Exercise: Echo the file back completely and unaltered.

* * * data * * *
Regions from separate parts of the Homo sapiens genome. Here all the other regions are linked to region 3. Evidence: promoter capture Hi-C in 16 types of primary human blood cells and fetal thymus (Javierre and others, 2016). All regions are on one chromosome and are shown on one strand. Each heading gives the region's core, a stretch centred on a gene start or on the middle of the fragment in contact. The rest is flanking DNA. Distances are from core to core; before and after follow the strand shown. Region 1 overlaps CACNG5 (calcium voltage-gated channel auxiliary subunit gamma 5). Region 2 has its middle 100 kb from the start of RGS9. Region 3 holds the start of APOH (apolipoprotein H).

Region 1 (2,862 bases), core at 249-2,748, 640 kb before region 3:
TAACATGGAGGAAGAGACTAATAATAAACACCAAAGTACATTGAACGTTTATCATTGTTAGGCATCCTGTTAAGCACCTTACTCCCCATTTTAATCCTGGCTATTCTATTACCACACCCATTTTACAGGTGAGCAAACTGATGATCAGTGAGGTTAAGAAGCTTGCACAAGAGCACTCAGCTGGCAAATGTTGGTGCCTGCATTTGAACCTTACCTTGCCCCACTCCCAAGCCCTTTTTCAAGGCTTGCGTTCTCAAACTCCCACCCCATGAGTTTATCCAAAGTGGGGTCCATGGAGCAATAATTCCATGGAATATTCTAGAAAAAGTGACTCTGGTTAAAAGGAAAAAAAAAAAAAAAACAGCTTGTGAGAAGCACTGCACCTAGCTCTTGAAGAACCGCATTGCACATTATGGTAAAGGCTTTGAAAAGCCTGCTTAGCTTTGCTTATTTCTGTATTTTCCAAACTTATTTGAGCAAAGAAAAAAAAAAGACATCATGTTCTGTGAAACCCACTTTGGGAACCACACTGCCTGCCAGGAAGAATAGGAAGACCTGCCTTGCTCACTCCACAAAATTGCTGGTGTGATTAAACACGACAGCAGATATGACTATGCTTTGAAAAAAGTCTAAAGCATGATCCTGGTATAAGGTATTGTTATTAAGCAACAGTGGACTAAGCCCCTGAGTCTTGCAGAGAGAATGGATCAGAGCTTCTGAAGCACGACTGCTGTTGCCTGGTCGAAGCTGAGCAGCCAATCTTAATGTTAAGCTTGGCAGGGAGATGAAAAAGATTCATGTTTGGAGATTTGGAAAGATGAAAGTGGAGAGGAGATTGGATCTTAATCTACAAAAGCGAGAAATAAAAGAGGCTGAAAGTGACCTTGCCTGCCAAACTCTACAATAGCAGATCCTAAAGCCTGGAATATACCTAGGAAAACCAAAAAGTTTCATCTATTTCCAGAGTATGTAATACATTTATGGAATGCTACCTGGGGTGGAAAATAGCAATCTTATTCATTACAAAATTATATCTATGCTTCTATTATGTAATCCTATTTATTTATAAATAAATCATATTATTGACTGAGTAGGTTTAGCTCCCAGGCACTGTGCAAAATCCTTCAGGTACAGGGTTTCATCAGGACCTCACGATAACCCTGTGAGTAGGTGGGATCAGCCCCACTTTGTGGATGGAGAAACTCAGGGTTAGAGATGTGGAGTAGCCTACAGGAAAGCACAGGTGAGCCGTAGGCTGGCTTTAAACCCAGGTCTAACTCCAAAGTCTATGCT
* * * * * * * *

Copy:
Regions from separate parts of the Homo sapiens genome. Here all the other regions are linked to region 3. Evidence: promoter capture Hi-C in 16 types of primary human blood cells and fetal thymus (Javierre and others, 2016). All regions are on one chromosome and are shown on one strand. Each heading gives the region's core, a stretch centred on a gene start or on the middle of the fragment in contact. The rest is flanking DNA. Distances are from core to core; before and after follow the strand shown. Region 1 overlaps CACNG5 (calcium voltage-gated channel auxiliary subunit gamma 5). Region 2 has its middle 100 kb from the start of RGS9. Region 3 holds the start of APOH (apolipoprotein H).

Region 1 (2,862 bases), core at 249-2,748, 640 kb before region 3:
TAACATGGAGGAAGAGACTAATAATAAACACCAAAGTACATTGAACGTTTATCATTGTTAGGCATCCTGTTAAGCACCTTACTCCCCATTTTAATCCTGGCTATTCTATTACCACACCCATTTTACAGGTGAGCAAACTGATGATCAGTGAGGTTAAGAAGCTTGCACAAGAGCACTCAGCTGGCAAATGTTGGTGCCTGCATTTGAACCTTACCTTGCCCCACTCCCAAGCCCTTTTTCAAGGCTTGCGTTCTCAAACTCCCACCCCATGAGTTTATCCAAAGTGGGGTCCATGGAGCAATAATTCCATGGAATATTCTAGAAAAAGTGACTCTGGTTAAAAGGAAAAAAAAAAAAAAAACAGCTTGTGAGAAGCACTGCACCTAGCTCTTGAAGAACCGCATTGCACATTATGGTAAAGGCTTTGAAAAGCCTGCTTAGCTTTGCTTATTTCTGTATTTTCCAAACTTATTTGAGCAAAGAAAAAAAAAAGACATCATGTTCTGTGAAACCCACTTTGGGAACCACACTGCCTGCCAGGAAGAATAGGAAGACCTGCCTTGCTCACTCCACAAAATTGCTGGTGTGATTAAACACGACAGCAGATATGACTATGCTTTGAAAAAAGTCTAAAGCATGATCCTGGTATAAGGTATTGTTATTAAGCAACAGTGGACTAAGCCCCTGAGTCTTGCAGAGAGAATGGATCAGAGCTTCTGAAGCACGACTGCTGTTGCCTGGTCGAAGCTGAGCAGCCAATCTTAATGTTAAGCTTGGCAGGGAGATGAAAAAGATTCATGTTTGGAGATTTGGAAAGATGAAAGTGGAGAGGAGATTGGATCTTAATCTACAAAAGCGAGAAATAAAAGAGGCTGAAAGTGACCTTGCCTGCCAAACTCTACAATAGCAGATCCTAAAGCCTGGAATATACCTAGGAAAACCAAAAAGTTTCATCTATTTCCAGAGTATGTAATACATTTATGGAATGCTACCTGGGGTGGAAAATAGCAATCTTATTCATTACAAAATTATATCTATGCTTCTATTATGTAATCCTATTTATTTATAAATAAATCATATTATTGACTGAGTAGGTTTAGCTCCCAGGCACTGTGCAAAATCCTTCAGGTACAGGGTTTCATCAGGACCTCACGATAACCCTGTGAGTAGGTGGGATCAGCCCCACTTTGTGGATGGAGAAACTCAGGGTTAGAGATGTGGAGTAGCCTACAGGAAAGCACAGGTGAGCCGTAGGCTGGCTTTAAACCCAGGTCTAACTCCAAAGTCTATGCT